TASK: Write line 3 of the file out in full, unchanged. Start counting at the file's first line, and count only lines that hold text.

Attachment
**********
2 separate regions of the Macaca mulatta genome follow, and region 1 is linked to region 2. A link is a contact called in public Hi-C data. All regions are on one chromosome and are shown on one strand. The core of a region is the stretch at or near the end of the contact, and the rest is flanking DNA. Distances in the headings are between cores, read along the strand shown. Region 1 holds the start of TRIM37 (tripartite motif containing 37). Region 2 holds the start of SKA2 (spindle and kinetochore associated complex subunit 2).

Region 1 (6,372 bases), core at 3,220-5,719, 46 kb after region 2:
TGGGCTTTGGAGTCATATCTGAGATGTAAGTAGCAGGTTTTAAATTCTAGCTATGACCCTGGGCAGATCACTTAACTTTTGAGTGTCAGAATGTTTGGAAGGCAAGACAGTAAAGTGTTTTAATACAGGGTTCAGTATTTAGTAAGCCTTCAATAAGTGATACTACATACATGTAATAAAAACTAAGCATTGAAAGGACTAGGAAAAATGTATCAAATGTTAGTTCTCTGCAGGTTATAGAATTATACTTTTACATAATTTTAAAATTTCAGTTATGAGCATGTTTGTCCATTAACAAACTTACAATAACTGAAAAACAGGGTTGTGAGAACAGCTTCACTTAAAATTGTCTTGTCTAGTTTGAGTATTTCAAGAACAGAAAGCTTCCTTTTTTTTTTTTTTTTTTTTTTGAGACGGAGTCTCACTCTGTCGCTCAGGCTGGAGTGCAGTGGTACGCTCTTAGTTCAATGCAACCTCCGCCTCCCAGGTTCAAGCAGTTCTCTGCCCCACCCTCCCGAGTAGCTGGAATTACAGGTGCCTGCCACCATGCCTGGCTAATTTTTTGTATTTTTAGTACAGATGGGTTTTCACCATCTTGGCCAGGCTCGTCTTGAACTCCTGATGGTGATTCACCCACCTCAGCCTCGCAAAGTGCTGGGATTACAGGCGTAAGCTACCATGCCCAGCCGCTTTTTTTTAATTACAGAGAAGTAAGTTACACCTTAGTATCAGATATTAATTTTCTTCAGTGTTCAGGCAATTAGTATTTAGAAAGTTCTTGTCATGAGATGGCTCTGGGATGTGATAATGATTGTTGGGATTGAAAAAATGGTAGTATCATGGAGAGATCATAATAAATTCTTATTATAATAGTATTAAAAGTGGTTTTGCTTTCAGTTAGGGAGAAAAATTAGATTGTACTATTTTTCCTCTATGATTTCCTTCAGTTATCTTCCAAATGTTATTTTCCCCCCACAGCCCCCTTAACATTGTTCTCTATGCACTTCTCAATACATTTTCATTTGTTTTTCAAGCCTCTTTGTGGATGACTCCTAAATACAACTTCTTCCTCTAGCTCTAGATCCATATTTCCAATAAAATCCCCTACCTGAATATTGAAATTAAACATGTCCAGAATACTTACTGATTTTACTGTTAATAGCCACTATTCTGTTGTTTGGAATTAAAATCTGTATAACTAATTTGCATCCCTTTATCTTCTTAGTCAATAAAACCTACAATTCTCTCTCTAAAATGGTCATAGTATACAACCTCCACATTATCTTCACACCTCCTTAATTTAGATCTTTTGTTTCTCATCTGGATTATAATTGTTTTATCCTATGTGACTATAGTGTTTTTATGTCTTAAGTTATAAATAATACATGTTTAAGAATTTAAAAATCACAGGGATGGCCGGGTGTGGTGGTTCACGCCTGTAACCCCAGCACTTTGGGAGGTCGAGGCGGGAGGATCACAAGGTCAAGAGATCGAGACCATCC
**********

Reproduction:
TGGGCTTTGGAGTCATATCTGAGATGTAAGTAGCAGGTTTTAAATTCTAGCTATGACCCTGGGCAGATCACTTAACTTTTGAGTGTCAGAATGTTTGGAAGGCAAGACAGTAAAGTGTTTTAATACAGGGTTCAGTATTTAGTAAGCCTTCAATAAGTGATACTACATACATGTAATAAAAACTAAGCATTGAAAGGACTAGGAAAAATGTATCAAATGTTAGTTCTCTGCAGGTTATAGAATTATACTTTTACATAATTTTAAAATTTCAGTTATGAGCATGTTTGTCCATTAACAAACTTACAATAACTGAAAAACAGGGTTGTGAGAACAGCTTCACTTAAAATTGTCTTGTCTAGTTTGAGTATTTCAAGAACAGAAAGCTTCCTTTTTTTTTTTTTTTTTTTTTTGAGACGGAGTCTCACTCTGTCGCTCAGGCTGGAGTGCAGTGGTACGCTCTTAGTTCAATGCAACCTCCGCCTCCCAGGTTCAAGCAGTTCTCTGCCCCACCCTCCCGAGTAGCTGGAATTACAGGTGCCTGCCACCATGCCTGGCTAATTTTTTGTATTTTTAGTACAGATGGGTTTTCACCATCTTGGCCAGGCTCGTCTTGAACTCCTGATGGTGATTCACCCACCTCAGCCTCGCAAAGTGCTGGGATTACAGGCGTAAGCTACCATGCCCAGCCGCTTTTTTTTAATTACAGAGAAGTAAGTTACACCTTAGTATCAGATATTAATTTTCTTCAGTGTTCAGGCAATTAGTATTTAGAAAGTTCTTGTCATGAGATGGCTCTGGGATGTGATAATGATTGTTGGGATTGAAAAAATGGTAGTATCATGGAGAGATCATAATAAATTCTTATTATAATAGTATTAAAAGTGGTTTTGCTTTCAGTTAGGGAGAAAAATTAGATTGTACTATTTTTCCTCTATGATTTCCTTCAGTTATCTTCCAAATGTTATTTTCCCCCCACAGCCCCCTTAACATTGTTCTCTATGCACTTCTCAATACATTTTCATTTGTTTTTCAAGCCTCTTTGTGGATGACTCCTAAATACAACTTCTTCCTCTAGCTCTAGATCCATATTTCCAATAAAATCCCCTACCTGAATATTGAAATTAAACATGTCCAGAATACTTACTGATTTTACTGTTAATAGCCACTATTCTGTTGTTTGGAATTAAAATCTGTATAACTAATTTGCATCCCTTTATCTTCTTAGTCAATAAAACCTACAATTCTCTCTCTAAAATGGTCATAGTATACAACCTCCACATTATCTTCACACCTCCTTAATTTAGATCTTTTGTTTCTCATCTGGATTATAATTGTTTTATCCTATGTGACTATAGTGTTTTTATGTCTTAAGTTATAAATAATACATGTTTAAGAATTTAAAAATCACAGGGATGGCCGGGTGTGGTGGTTCACGCCTGTAACCCCAGCACTTTGGGAGGTCGAGGCGGGAGGATCACAAGGTCAAGAGATCGAGACCATCC